Maldives’ UN journey proof small states can contribute to international community: Foreign minister

Minister of Foreign Affairs Dunya Maumoon has told the UN General Assembly that the Maldives journey with the body is proof small states can contribute to the international community.

“The story of the Maldives, is the story of all small states at the United Nations. The Maldives journey at the UN, is proof that with smart ideas, small states can successfully contribute and become significant members of the international community,” said Dunya on the anniversary of the Maldives’ membership.

A press release from the foreign ministry has today described the UN as a “trusted partner and a staunch advocate” of the Maldives during the past half century.

Dunya’s comments were in stark contrast to the previous two appearances by the country’s leaders at the UNGA in New York, during which the Maldives was critical of perceived attempts by the organisation to interfere in the state’s sovereign affairs.

Speaking at the 69th session of the UNGA this week, Dunya noted that the Maldives was the first so-called ‘micro-state’ to seek entry to the UN, and has since been at the forefront of the small state issues, holding the first ever conference of small states 25-years ago and forming the first alliance of small nations.

During its 49 years as a member of the UN, the Maldives has worked to establish recognised links between climate change and human rights, explained a foreign ministry statement today.

Speaking at the 3rd International Conference on Small Island Developing States (SIDS) in Samoa last week, former President Maumoon Abdul Gayoom – father of the foreign minister – called upon larger nations not to stand in the way of small island leadership on climate change.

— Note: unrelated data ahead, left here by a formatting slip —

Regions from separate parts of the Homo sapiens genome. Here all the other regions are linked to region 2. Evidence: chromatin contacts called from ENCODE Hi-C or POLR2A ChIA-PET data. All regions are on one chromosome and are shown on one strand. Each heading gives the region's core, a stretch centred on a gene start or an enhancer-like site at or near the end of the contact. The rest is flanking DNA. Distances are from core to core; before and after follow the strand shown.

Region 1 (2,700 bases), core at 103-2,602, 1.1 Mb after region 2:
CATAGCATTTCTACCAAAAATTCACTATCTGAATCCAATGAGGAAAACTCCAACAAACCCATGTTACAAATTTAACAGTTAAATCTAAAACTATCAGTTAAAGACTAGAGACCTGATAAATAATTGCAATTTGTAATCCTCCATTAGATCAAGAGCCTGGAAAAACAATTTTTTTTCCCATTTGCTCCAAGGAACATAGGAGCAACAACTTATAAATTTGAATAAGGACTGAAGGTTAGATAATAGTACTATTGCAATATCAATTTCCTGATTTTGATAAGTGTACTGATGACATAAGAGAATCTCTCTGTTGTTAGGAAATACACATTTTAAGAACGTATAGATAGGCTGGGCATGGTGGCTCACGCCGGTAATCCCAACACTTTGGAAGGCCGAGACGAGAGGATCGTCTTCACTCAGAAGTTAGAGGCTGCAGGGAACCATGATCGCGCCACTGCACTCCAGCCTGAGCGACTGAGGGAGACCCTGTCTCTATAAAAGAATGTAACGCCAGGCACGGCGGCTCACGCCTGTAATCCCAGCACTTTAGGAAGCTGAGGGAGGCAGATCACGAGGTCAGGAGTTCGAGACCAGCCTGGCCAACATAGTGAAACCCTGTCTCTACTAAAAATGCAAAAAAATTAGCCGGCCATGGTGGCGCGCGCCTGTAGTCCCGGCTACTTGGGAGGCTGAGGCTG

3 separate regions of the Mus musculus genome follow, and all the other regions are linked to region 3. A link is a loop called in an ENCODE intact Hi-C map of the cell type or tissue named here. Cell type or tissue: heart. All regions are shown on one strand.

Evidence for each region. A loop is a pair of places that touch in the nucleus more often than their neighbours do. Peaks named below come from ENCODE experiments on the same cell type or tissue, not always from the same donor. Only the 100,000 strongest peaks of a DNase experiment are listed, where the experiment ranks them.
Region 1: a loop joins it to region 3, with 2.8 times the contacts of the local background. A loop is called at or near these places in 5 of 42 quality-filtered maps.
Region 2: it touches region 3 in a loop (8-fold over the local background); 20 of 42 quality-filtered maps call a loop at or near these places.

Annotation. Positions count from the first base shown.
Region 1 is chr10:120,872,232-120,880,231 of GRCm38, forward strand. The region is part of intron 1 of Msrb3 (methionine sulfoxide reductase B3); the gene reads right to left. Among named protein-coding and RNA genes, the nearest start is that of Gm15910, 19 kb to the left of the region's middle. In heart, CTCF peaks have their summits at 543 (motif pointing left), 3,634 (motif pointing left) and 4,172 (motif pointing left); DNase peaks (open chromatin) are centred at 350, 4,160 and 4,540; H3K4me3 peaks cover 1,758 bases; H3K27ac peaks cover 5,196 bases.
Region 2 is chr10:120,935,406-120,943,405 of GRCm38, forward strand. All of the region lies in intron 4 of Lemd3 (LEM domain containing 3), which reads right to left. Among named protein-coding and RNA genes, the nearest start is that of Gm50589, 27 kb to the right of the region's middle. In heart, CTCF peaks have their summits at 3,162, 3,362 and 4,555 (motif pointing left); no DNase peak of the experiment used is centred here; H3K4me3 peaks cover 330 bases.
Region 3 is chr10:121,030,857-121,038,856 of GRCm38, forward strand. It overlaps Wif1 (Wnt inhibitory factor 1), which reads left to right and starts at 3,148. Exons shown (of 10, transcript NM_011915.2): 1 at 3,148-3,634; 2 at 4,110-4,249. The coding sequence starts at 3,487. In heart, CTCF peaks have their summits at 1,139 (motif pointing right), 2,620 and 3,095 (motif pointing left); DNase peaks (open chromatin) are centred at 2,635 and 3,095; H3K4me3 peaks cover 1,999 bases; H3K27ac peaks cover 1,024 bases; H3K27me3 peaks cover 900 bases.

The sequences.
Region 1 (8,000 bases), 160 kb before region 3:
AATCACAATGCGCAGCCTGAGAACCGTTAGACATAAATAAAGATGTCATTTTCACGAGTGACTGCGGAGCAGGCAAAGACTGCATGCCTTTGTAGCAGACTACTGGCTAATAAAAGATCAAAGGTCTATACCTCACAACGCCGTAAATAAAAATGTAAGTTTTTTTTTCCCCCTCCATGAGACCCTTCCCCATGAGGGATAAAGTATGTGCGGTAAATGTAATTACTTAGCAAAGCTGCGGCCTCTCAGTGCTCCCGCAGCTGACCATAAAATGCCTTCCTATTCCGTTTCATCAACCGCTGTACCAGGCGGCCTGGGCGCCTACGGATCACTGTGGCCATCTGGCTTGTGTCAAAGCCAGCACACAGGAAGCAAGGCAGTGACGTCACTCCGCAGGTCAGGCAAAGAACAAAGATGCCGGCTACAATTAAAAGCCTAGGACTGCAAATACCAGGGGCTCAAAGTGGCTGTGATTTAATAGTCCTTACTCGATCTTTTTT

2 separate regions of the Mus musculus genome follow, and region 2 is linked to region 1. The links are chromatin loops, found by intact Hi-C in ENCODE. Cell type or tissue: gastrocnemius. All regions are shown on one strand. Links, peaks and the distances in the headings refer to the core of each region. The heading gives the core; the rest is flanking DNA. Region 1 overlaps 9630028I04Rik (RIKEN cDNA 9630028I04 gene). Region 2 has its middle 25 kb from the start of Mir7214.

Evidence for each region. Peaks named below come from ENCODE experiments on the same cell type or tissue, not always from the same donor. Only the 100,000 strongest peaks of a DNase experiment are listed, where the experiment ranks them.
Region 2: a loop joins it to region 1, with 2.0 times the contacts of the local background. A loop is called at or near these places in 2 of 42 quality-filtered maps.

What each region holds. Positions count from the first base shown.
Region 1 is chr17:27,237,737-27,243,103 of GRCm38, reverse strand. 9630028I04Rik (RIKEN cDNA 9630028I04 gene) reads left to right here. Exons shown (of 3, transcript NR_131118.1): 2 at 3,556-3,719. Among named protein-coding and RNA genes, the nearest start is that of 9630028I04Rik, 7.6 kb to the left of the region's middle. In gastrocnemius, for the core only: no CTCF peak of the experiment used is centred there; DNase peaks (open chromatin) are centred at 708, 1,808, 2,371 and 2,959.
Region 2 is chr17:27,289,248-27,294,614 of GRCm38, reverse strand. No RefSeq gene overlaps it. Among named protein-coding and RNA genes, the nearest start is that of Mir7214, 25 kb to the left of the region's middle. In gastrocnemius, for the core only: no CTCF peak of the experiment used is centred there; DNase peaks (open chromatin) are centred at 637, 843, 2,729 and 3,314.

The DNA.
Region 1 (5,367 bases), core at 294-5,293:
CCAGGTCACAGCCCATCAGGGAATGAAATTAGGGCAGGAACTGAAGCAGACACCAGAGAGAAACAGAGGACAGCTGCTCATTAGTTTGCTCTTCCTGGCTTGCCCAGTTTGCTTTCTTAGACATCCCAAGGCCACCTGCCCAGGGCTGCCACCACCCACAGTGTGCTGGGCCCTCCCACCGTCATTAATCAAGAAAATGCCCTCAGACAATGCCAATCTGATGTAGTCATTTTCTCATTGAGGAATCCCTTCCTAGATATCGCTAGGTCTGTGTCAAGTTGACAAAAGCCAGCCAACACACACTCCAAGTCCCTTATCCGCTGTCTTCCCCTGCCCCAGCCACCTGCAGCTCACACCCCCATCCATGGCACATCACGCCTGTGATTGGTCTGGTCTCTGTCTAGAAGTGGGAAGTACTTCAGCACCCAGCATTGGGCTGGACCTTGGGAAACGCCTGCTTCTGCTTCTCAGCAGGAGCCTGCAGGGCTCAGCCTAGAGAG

“SIDS are ready to lead. Don’t stand in our way,” said Maumoon, representing the Maldives as a special envoy at the conference.

The foreign ministrya also noted that, following the difficult transition from less developed to middle income status nation in 2011, the Maldives has “raised concerns about the criteria used for graduation by the UN as negatively impacting Small Island Developing States”.

The graduation from less developed status was recently described by President Abdulla Yameen as coming with “enormous challenges and hardships.”

As the country’s graduated to middle income status in 2011 – forfeiting access to concessional credit, certain trade concessions, and some foreign aid – Maldivian representatives to the World Trade Organisation accused the UN of ignoring the country’s vulnerabilities.

At the 67th session of the UNGA in 2012, President Dr Mohamed Waheed argued that “small justice is being served for a small state” following the international response to his controversial ascent to the presidency that year.

The following year, it was Dunya’s predecessor Dr Mariyam Shakeela who attacked the UN for what she suggested had been attempts to interfere in the internal affairs of the Maldives following the UN’s concern at repeated delays of the 2013 presidential election.

Criticism of the Supreme Court’s role in the electoral process by United Nations High Commissioner for Human Rights Navi Pillay was subsequently described as “ill-informed” and “irresponsible” by Waheed, while a report into the judiciary by a UN Special Rapporteur in the same year was described by the Maldives as undermining the government.

The Ministry of Foreign Affairs’ statement today reiterated, however, the country’s belief that the UN remained the most legitimate forum for globally significant issues.

“It remains the only forum where every nation in the world, big or small, has an equal say,” the statement read.